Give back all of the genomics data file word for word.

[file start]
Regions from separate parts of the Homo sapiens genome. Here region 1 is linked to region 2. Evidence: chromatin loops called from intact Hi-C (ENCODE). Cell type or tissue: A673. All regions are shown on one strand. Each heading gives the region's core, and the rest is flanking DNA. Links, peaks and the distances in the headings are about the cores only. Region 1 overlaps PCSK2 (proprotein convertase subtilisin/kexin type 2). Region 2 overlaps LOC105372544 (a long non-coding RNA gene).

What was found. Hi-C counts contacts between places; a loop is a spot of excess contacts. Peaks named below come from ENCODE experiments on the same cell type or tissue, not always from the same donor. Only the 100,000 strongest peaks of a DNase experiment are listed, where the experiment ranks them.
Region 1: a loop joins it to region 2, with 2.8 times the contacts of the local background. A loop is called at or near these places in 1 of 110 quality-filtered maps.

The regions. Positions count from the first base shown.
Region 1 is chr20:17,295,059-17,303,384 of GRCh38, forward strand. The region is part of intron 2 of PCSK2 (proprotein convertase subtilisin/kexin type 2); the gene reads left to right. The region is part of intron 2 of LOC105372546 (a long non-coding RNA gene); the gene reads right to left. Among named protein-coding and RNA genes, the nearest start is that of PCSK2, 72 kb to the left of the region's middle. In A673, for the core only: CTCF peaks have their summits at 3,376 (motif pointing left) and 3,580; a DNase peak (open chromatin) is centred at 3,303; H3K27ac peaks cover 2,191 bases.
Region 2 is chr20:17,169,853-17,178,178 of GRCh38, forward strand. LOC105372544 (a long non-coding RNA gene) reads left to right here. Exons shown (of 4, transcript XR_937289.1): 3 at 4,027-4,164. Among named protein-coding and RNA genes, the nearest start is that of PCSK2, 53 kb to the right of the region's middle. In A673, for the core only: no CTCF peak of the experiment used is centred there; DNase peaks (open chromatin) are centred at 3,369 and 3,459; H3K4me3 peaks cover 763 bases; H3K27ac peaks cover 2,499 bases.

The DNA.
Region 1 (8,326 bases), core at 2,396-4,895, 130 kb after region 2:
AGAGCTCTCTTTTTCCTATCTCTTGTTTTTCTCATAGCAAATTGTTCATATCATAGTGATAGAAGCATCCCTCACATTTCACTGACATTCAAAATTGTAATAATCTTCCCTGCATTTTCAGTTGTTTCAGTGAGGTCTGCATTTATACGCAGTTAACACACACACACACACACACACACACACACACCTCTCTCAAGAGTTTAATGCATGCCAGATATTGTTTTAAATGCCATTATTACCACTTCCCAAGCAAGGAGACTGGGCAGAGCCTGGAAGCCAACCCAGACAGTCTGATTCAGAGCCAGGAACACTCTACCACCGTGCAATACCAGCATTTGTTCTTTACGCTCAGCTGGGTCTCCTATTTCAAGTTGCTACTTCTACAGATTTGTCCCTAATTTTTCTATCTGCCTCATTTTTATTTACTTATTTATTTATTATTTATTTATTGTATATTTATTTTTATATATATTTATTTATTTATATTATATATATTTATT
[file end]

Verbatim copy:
Regions from separate parts of the Homo sapiens genome. Here region 1 is linked to region 2. Evidence: chromatin loops called from intact Hi-C (ENCODE). Cell type or tissue: A673. All regions are shown on one strand. Each heading gives the region's core, and the rest is flanking DNA. Links, peaks and the distances in the headings are about the cores only. Region 1 overlaps PCSK2 (proprotein convertase subtilisin/kexin type 2). Region 2 overlaps LOC105372544 (a long non-coding RNA gene).

What was found. Hi-C counts contacts between places; a loop is a spot of excess contacts. Peaks named below come from ENCODE experiments on the same cell type or tissue, not always from the same donor. Only the 100,000 strongest peaks of a DNase experiment are listed, where the experiment ranks them.
Region 1: a loop joins it to region 2, with 2.8 times the contacts of the local background. A loop is called at or near these places in 1 of 110 quality-filtered maps.

The regions. Positions count from the first base shown.
Region 1 is chr20:17,295,059-17,303,384 of GRCh38, forward strand. The region is part of intron 2 of PCSK2 (proprotein convertase subtilisin/kexin type 2); the gene reads left to right. The region is part of intron 2 of LOC105372546 (a long non-coding RNA gene); the gene reads right to left. Among named protein-coding and RNA genes, the nearest start is that of PCSK2, 72 kb to the left of the region's middle. In A673, for the core only: CTCF peaks have their summits at 3,376 (motif pointing left) and 3,580; a DNase peak (open chromatin) is centred at 3,303; H3K27ac peaks cover 2,191 bases.
Region 2 is chr20:17,169,853-17,178,178 of GRCh38, forward strand. LOC105372544 (a long non-coding RNA gene) reads left to right here. Exons shown (of 4, transcript XR_937289.1): 3 at 4,027-4,164. Among named protein-coding and RNA genes, the nearest start is that of PCSK2, 53 kb to the right of the region's middle. In A673, for the core only: no CTCF peak of the experiment used is centred there; DNase peaks (open chromatin) are centred at 3,369 and 3,459; H3K4me3 peaks cover 763 bases; H3K27ac peaks cover 2,499 bases.

The DNA.
Region 1 (8,326 bases), core at 2,396-4,895, 130 kb after region 2:
AGAGCTCTCTTTTTCCTATCTCTTGTTTTTCTCATAGCAAATTGTTCATATCATAGTGATAGAAGCATCCCTCACATTTCACTGACATTCAAAATTGTAATAATCTTCCCTGCATTTTCAGTTGTTTCAGTGAGGTCTGCATTTATACGCAGTTAACACACACACACACACACACACACACACACACCTCTCTCAAGAGTTTAATGCATGCCAGATATTGTTTTAAATGCCATTATTACCACTTCCCAAGCAAGGAGACTGGGCAGAGCCTGGAAGCCAACCCAGACAGTCTGATTCAGAGCCAGGAACACTCTACCACCGTGCAATACCAGCATTTGTTCTTTACGCTCAGCTGGGTCTCCTATTTCAAGTTGCTACTTCTACAGATTTGTCCCTAATTTTTCTATCTGCCTCATTTTTATTTACTTATTTATTTATTATTTATTTATTGTATATTTATTTTTATATATATTTATTTATTTATATTATATATATTTATT